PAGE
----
Edinburgh Cinema

Edinburgh’s cinemas have their own, different feel. When I visit them, I’ll be writing about both the film and the place, giving you the organic experience. Film critics on the big scale can’t really cater for this, so I hope my reviews bring something extra in this respect.

The Party


The Party 03.12.17

It finished so abruptly, there was hardly time for disappointment. The Party is a film that imagines what a soiree in London looks like. With the dialogue slightly dull, I stopped thinking about the minimal plot and wondered how much these characters would earn: Kristin Scott-Thomas's House of Commons Minister would have a salary in the £100,000s, and given the London setting, perhaps the senior academic lecturers, played by Timothy Spall and Cherry Jones, would get close to that as well. Then there's Cillian Murphy's slickly dressed, hotshot city trader, snorting his cocaine: £100,000s too? Perhaps more?

I'm thinking of their salaries because there's little else to do about this film. The dialogue is anti-climatically poor and for the first time perhaps ever, I yearned for Quentin Tarantino. For The Party is a film about high-flying intellectual types who can't muster an intellectual or topical thought between them, who in fact have no views and make no reference at all to current events in a post-Brexit, Trumpian world. Like: really? Dragged out is Spall's atheistic character – having learned he's dying of cancer – mumbling bland thoughts on a cosmic factor, with a trippy German guy played by Bruno Ganz trying to encourage him. How I wished Ganz had had a bit more anger, like in his famously memed performance as Adolf Hitler in Downfall (2005). Here he's supposed to be the comic relief, with his spacy aphorisms, but like the rest of the film, it never goes anywhere. Similarly Patricia Clarkson's elegant, sassy best friend of the main character utters her lack of faith in democracy, but never goes beyond this. So effectively we have archetypes: the female politician, her cynic friend and washed-up husband, the cocaine snorting city trader, and a wacky, spaced out German. Throw in a lesbian couple and you've got the caricatured imagining of a London soiree setting and their conversation, as you'd imagine it in a dream, without the depth, or alternatively, constructed by aliens at a shallow level who beep in Martian to each other: this is probably what upper-middle-class, late-middle-age Blairite Londoners look like, if placed within a vacuum without reference to an outside world. Perhaps this is the danger of depicting people in a timeless fashion, similar to soap operas, with no reference to news or current affairs: it just looks weirdly plastic, a Madame Tussaud's of a dramatization.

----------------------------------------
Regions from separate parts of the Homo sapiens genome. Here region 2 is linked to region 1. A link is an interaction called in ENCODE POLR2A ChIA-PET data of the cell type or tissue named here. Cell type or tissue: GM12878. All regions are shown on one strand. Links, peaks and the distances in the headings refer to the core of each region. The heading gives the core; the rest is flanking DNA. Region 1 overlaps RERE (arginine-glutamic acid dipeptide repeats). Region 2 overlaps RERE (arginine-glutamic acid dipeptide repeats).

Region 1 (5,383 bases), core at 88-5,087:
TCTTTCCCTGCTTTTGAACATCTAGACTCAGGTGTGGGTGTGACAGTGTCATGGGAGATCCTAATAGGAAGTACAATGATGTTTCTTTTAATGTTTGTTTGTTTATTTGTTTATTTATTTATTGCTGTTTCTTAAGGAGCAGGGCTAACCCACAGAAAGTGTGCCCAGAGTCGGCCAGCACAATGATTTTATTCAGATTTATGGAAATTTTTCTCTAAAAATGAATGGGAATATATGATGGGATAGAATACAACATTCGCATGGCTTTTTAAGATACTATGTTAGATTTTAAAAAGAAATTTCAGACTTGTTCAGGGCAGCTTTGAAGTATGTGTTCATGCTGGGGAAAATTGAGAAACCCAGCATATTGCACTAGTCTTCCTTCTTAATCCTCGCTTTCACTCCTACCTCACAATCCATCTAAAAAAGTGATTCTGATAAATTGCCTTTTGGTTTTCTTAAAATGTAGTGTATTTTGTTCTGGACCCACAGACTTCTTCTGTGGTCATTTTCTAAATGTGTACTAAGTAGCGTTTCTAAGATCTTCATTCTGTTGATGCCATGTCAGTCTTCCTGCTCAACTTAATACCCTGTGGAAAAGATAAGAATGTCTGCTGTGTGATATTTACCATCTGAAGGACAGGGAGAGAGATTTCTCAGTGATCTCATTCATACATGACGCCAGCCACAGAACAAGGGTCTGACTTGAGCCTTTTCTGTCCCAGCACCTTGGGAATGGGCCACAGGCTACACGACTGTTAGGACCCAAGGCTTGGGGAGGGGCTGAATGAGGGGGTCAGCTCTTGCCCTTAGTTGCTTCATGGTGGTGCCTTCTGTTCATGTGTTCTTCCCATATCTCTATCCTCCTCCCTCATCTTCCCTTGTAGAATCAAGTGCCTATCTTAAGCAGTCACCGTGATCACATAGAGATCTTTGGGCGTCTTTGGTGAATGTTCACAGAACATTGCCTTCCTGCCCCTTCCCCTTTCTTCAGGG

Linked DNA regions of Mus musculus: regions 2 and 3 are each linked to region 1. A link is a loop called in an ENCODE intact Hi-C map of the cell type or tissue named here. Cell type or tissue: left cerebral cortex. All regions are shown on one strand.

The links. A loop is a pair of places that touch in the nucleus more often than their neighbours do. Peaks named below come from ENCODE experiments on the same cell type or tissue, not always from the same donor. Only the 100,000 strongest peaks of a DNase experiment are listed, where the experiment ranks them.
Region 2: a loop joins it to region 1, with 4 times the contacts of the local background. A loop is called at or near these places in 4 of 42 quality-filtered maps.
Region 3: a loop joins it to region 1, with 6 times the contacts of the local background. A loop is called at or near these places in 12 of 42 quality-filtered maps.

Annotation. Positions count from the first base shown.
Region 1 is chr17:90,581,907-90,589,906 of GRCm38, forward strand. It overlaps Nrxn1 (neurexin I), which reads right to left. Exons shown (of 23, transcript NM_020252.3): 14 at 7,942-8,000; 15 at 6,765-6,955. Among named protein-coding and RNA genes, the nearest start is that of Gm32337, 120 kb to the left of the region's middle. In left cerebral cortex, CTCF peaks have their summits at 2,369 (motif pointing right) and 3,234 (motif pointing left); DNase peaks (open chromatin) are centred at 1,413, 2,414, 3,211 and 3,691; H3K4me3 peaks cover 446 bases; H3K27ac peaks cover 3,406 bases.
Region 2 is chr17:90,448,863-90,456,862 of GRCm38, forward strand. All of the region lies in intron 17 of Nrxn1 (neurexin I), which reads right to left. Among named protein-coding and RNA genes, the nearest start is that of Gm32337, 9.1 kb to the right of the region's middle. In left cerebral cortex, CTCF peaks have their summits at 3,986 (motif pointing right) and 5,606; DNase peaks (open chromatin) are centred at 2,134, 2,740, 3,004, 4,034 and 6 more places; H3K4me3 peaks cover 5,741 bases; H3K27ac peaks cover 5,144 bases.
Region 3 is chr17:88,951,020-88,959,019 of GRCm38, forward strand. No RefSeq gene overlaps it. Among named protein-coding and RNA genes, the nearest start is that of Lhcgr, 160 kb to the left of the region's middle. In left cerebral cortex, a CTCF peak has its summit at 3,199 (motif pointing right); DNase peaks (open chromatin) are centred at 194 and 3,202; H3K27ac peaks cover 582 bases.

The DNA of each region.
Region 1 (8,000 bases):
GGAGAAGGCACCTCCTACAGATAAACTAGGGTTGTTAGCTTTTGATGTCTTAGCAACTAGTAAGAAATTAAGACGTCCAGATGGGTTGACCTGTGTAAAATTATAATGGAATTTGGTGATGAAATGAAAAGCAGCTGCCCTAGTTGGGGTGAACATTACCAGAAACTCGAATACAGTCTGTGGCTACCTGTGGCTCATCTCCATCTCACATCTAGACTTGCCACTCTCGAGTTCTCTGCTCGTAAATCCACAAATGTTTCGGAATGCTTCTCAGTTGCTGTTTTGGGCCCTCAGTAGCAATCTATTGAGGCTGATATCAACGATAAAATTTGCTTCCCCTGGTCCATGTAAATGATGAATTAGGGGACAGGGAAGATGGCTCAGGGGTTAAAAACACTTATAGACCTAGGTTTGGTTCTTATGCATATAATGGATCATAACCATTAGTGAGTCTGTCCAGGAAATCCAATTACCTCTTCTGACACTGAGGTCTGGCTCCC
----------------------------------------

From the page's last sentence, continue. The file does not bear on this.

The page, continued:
As I watched this film, my mind drifted to political satires by Armando Ianucci – Death of Stalin; VEEP; The Thick of It – about political spheres where people only seem to care about themselves and are cut off from the disempowered. The Party is not a million miles from this depiction, only less savage, about a slightly jaded, wealthy middle-aged set, the I-Just-Don't-Get-It crowd who don't understand the appeal of Jeremy Corbyn. But then, I don't understand the appeal of this film; it has a strong cast, is edgily portrayed in black and white, but as a work of art, never goes beyond first base.
Star Wars: The Last Jedi
Battle of the Sexes


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